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1answer
136 views

Fermi-Propagated Jacobi equation in the book The Large scale structure of space-time

On page 81, equation (4.6), the author use the Fermi derivative to write the Jacobi equation \begin{equation} \tag{4.6} \frac{{D^2}_\text{F}}{\partial s^2} {}_{\bot}Z^a = ...
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0answers
15 views

How does curved space make an obejct move toward Earth? [duplicate]

I think I understand how the equivalence principle shows how light can bend and therefore space must be curved. What I do not understand is how curved space makes an object move directly toward the ...
6
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2answers
2k views

Does the existence of “gravitational waves” (assuming they exist) imply that time exists as a 4th dimension in the universe? [closed]

I'm new to thinking about special and general relativity and I have no formal training as a physicist. However, I've been doing a bit of thinking about spacetime recently. I was wondering if ...
2
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1answer
130 views

Quotient space in the book The Large scale structure of space-time

On page 79, the author states One is thus concerned only with $\mathbf{Z}$ modulo a component parallel to $\mathbf{V}$, i.e. only with the projection of $\mathbf{Z}$ at each point $q$ into the ...
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1answer
47 views

Frame dragging resulting in an orbital plane?

In astrophysics today we talked about spinning black holes, ring singularities, and frame dragging. Is this also (to some degree) the cause of the milky way being as flat as it is? Does the spin of ...
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0answers
46 views

Why are symmetrical structures highly stable?

What makes symmetrical structures(geometry) highly stable? It is perfect to say that the forces acting on a symmetrical structure is balanced and hence stable. But why is it so? To be more specific, ...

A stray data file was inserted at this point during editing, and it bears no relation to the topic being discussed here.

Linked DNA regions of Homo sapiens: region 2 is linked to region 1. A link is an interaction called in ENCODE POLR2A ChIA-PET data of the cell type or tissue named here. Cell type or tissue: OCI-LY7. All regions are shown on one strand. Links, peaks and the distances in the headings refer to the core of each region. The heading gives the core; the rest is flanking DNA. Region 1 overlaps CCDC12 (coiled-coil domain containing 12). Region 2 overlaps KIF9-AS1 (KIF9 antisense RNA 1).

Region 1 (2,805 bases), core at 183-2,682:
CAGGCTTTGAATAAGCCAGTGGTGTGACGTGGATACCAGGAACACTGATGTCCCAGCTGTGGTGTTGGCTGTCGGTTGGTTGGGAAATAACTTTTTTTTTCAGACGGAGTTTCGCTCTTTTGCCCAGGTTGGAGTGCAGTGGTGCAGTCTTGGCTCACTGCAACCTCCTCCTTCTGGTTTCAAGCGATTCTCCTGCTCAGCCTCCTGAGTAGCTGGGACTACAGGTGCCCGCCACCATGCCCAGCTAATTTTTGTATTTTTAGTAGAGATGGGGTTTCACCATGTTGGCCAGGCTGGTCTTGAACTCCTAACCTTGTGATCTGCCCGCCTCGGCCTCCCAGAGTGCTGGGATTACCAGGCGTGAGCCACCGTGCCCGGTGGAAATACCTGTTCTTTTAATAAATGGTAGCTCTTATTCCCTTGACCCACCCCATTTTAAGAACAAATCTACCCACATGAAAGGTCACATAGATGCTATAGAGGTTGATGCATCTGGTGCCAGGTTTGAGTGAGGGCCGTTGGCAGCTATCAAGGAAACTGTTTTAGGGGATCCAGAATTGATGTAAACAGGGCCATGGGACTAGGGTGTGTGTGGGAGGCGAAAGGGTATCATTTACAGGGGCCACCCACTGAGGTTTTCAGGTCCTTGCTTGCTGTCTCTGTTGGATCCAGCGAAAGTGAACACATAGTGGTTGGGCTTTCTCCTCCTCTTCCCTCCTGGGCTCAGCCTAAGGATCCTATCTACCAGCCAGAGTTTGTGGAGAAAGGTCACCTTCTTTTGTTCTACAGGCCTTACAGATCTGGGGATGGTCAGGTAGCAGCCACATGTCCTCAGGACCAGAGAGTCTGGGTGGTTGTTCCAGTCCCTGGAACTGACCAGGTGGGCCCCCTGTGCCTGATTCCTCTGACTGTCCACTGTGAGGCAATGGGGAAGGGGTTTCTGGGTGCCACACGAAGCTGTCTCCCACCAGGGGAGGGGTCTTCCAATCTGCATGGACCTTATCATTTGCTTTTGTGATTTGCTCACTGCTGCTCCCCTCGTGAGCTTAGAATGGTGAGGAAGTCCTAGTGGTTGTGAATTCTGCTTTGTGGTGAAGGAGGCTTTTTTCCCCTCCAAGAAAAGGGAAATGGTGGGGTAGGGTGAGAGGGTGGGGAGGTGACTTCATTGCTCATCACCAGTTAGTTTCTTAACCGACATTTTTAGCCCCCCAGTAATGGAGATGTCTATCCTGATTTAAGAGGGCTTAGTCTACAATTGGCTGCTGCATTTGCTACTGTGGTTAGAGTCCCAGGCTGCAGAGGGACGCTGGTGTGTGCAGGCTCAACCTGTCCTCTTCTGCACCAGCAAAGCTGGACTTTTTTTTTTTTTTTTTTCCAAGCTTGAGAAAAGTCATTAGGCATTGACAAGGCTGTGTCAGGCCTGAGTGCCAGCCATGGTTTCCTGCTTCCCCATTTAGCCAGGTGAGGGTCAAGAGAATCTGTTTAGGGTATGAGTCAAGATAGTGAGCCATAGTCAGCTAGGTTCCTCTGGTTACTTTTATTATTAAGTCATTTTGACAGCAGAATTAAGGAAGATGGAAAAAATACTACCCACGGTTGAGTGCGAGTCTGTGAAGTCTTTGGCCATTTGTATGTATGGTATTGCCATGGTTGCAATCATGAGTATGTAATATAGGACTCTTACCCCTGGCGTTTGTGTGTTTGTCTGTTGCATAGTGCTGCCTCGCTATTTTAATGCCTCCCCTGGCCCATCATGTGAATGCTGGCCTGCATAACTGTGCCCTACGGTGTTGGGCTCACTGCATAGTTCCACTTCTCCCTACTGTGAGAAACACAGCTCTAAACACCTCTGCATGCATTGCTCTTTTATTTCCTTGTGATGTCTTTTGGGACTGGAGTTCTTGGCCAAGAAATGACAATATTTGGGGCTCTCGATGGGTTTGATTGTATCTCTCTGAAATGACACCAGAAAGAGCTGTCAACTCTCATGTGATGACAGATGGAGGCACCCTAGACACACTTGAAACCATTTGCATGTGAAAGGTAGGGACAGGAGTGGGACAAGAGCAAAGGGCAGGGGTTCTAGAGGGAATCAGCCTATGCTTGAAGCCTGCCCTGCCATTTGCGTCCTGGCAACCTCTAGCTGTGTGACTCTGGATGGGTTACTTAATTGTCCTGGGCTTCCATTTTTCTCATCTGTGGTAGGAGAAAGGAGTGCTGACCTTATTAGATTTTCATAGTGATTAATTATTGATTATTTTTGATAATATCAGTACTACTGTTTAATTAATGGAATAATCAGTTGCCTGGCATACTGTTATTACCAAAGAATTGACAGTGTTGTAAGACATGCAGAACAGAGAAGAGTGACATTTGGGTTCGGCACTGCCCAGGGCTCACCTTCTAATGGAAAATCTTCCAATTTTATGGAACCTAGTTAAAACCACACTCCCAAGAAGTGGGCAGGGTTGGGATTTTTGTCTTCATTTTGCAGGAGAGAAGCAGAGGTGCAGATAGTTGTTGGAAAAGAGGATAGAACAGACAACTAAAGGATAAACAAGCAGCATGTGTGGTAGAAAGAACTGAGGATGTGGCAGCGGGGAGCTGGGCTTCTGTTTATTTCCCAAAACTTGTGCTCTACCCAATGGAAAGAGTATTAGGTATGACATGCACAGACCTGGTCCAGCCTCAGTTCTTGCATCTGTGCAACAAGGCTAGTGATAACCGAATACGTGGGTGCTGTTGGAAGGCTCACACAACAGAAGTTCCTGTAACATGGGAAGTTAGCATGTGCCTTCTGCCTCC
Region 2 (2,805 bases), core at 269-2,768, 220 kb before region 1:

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9answers
6k views

According to General Relativity, Does The Past “Exist”?

I'm curious about just what is meant by time being another dimension, like the three (observable) spatial dimensions. Does this imply, according to General Relativity, that the past and the future ...
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0answers
64 views

What is the metric at the center of a star? [duplicate]

If there is only one star in the universe then is the metric at the center of the star flat?
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1answer
159 views

The Einstein-Cartan equation as the “living heart of gravity”?

I recently read in A Journey into Gravity by Wheeler that "The Einstein-Cartan equation gives us the most vivid image that mankind has ever won of the living heart of gravity" (P.118) ...
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1answer
40 views

Vierbeins in General Relativty; degrees of freedom?

I am self-learning GR. I want to ask if vierbeins $e^b_{\ \ \nu}$ need to satisfy any relations or if I am free to choose any type of vierbein I like So I have been looking into tetrads again. I ...
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0answers
22 views

A star starts at rest at infinity, how do you calculate the kinetic energy of the star when it crosses the event horizon of a black hole? [duplicate]

A star that begins very, very far away from a black hole (infinity) is brought in by the black hole's gravitational pull. How do you calculate the kinetic energy of the star as it passes the point ...
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2answers
79 views

What are world lines as opposed to arbitrary curves in spacetime?

In GR the spacetime manifold is equipped with a metric which makes it a Lorentzian manifold. It is the metric that is doing the separation of space and time (so that we end up with three dimensions of ...
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23 views

Relativistic mass increment [duplicate]

Is the mass increment with an increase absolute velocity of a body, a direct consequence of energy to mass conversion